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Feminist Fight Club

A Survival Manual for a Sexist Workplace

By Jessica Bennett
10-minute read
Audio available
Feminist Fight Club: A Survival Manual for a Sexist Workplace by Jessica Bennett

Feminist Fight Club (2016) sheds new light on the rampant sexism in the workplace and equips women with the tools to take down everything from mansplainers to personal feelings of self-doubt. It draws on modern-day examples as well as historical perspectives to illustrate how feminists can help in the fight for a more gender-balanced world.

  • Women who want to build their careers
  • Men concerned about the difficulties their female colleagues face
  • Women dealing with sexism at work

Jessica Bennett, a contributing journalist and columnist for the New York Times, writes about gender and culture. She graduated from the Newswomen’s Club of New York with honors and has received awards from the New York Press Club and GLAAD.

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Feminist Fight Club

A Survival Manual for a Sexist Workplace

By Jessica Bennett
  • Read in 10 minutes
  • Audio & text available
  • Contains 6 key ideas
Feminist Fight Club: A Survival Manual for a Sexist Workplace by Jessica Bennett
Synopsis

Feminist Fight Club (2016) sheds new light on the rampant sexism in the workplace and equips women with the tools to take down everything from mansplainers to personal feelings of self-doubt. It draws on modern-day examples as well as historical perspectives to illustrate how feminists can help in the fight for a more gender-balanced world.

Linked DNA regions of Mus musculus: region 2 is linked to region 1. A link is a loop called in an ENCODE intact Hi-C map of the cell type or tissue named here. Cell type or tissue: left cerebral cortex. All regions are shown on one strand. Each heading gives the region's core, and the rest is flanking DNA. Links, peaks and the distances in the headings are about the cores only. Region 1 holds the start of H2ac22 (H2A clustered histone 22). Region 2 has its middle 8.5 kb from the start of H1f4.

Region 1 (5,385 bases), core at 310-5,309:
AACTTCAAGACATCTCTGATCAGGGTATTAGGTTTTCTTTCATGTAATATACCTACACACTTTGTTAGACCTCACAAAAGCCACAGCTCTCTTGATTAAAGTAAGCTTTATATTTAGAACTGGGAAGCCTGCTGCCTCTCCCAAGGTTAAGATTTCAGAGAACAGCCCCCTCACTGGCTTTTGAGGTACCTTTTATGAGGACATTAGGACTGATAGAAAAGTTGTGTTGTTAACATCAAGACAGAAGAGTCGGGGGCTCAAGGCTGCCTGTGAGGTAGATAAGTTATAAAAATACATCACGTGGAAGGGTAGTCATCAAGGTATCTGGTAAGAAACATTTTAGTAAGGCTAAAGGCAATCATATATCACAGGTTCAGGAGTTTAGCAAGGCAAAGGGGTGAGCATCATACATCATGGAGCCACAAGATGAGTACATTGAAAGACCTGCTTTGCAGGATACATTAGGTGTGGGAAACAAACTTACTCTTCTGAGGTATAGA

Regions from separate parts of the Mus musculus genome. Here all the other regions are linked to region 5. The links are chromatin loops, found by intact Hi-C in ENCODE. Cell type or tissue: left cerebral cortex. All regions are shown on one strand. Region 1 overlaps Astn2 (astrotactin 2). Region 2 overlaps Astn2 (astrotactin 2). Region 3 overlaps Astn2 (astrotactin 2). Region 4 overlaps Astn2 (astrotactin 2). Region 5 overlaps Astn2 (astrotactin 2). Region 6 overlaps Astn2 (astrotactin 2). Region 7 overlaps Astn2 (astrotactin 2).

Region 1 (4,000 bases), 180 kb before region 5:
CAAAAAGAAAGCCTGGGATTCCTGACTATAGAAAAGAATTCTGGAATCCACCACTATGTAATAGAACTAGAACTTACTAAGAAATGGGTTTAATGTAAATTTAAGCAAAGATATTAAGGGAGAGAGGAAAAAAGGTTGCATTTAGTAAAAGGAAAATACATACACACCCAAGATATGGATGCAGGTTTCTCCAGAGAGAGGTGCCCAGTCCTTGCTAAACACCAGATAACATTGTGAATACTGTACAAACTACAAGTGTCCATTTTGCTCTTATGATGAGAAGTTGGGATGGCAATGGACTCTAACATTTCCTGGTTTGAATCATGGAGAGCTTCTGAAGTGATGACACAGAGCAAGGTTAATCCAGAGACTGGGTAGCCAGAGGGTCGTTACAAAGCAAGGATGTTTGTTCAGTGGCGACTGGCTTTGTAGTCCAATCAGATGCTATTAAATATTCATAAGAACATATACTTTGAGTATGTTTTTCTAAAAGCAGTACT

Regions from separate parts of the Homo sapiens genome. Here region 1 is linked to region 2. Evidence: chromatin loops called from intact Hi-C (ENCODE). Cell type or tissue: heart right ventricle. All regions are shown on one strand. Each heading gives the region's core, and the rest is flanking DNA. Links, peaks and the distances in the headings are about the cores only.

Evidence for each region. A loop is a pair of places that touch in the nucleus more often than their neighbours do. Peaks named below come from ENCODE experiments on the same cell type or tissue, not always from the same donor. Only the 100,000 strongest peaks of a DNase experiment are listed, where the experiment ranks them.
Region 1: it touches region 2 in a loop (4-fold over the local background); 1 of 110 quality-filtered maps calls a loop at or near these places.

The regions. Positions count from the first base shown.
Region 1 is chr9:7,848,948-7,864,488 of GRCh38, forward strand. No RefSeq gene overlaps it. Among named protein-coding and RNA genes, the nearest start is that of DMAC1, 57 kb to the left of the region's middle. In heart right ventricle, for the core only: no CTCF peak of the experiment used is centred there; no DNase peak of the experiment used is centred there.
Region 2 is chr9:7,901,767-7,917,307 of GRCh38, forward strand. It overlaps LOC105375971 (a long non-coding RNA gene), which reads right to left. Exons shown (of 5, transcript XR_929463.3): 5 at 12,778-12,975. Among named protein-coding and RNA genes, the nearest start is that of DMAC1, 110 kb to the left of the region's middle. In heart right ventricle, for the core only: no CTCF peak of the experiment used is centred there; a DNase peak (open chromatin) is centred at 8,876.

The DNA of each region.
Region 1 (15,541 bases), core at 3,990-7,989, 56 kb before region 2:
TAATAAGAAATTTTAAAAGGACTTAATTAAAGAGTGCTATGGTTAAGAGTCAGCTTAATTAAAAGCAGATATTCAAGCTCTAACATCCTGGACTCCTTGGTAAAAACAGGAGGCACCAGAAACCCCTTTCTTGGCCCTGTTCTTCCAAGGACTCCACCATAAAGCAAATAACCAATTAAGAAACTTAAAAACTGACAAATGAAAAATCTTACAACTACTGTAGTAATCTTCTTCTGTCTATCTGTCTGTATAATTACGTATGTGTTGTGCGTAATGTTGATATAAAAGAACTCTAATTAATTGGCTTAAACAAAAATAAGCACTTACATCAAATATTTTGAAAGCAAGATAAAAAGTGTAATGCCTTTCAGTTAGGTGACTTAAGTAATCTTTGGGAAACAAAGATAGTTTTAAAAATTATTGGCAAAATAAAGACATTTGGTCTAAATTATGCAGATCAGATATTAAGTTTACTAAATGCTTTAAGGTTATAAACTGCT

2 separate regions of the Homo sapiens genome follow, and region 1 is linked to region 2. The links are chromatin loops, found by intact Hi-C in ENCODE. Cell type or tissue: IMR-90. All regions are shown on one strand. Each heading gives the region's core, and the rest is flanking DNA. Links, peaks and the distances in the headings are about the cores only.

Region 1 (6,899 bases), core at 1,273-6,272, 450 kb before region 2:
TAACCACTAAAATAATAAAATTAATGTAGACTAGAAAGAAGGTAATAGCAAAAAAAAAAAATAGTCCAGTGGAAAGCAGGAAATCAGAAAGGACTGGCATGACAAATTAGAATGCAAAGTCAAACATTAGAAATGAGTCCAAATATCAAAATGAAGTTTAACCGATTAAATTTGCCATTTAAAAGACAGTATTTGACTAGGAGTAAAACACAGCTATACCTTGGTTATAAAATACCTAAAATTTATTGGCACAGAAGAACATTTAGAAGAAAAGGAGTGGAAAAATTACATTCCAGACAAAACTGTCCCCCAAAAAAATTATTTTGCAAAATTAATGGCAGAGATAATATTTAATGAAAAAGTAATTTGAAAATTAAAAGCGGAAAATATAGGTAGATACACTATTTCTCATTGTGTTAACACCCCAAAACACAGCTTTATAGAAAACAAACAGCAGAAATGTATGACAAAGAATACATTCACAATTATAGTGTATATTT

Key idea 1 of 6

In general, male employees engage in sexist activities that affect their female counterparts’ chances and autonomy at work.

Remember when Kanye West interrupted Taylor Swift’s acceptance speech at the 2009 MTV Music Video Awards, saying that her prize should’ve gone to Beyoncé? It may have appeared that Kanye was simply advocating for another woman, but if we take a closer look, we can see that something else was at play.

Men often dominate women with words, forcing them into silence. This is exactly what Kanye did when he literally took the mic out of Taylor’s hands.

Thankfully, there are ways for women to fight against these verbal maneuvers.

When you find yourself in a situation with a man who interrupts you as you’re trying to speak – these guys are known as manterrupters – you should just keep talking. Then, call him out and suggest to your boss that no-interruption policies be established in the workplace.

Another common situation is when a man takes credit for something a female employee has done. These men are called bropriators and, to handle them, women need to rightfully claim credit for what they’ve done; learn to speak with confidence and stand up for other female coworkers who aren’t getting the credit they deserve.

Men should also be called out whenever they start mansplaining. This is when a man explains something to a woman in a condescending manner. When this happens, women should point it out and stop the “explanation” as quickly as possible.

But dominating women by verbal means isn’t all men do. Men belittle women nonverbally, too. Here are some typical examples: expecting women to go on coffee runs, and assuming they’ll take notes during group sessions and clean up afterward. These expectations are demeaning because they lower women’s perceived value in the workplace. To fight this, women simply need to refuse such requests.

In addition to verbal and nonverbal tactics, men also tend to attribute the legitimate feelings of women to biology. This is condescending and shouldn’t be tolerated.

For example, when a woman feels upset, men will often say the same thing: she’s on her period. To fight this catchall assumption, women can get in the habit of telling men what’s actually causing them distress.

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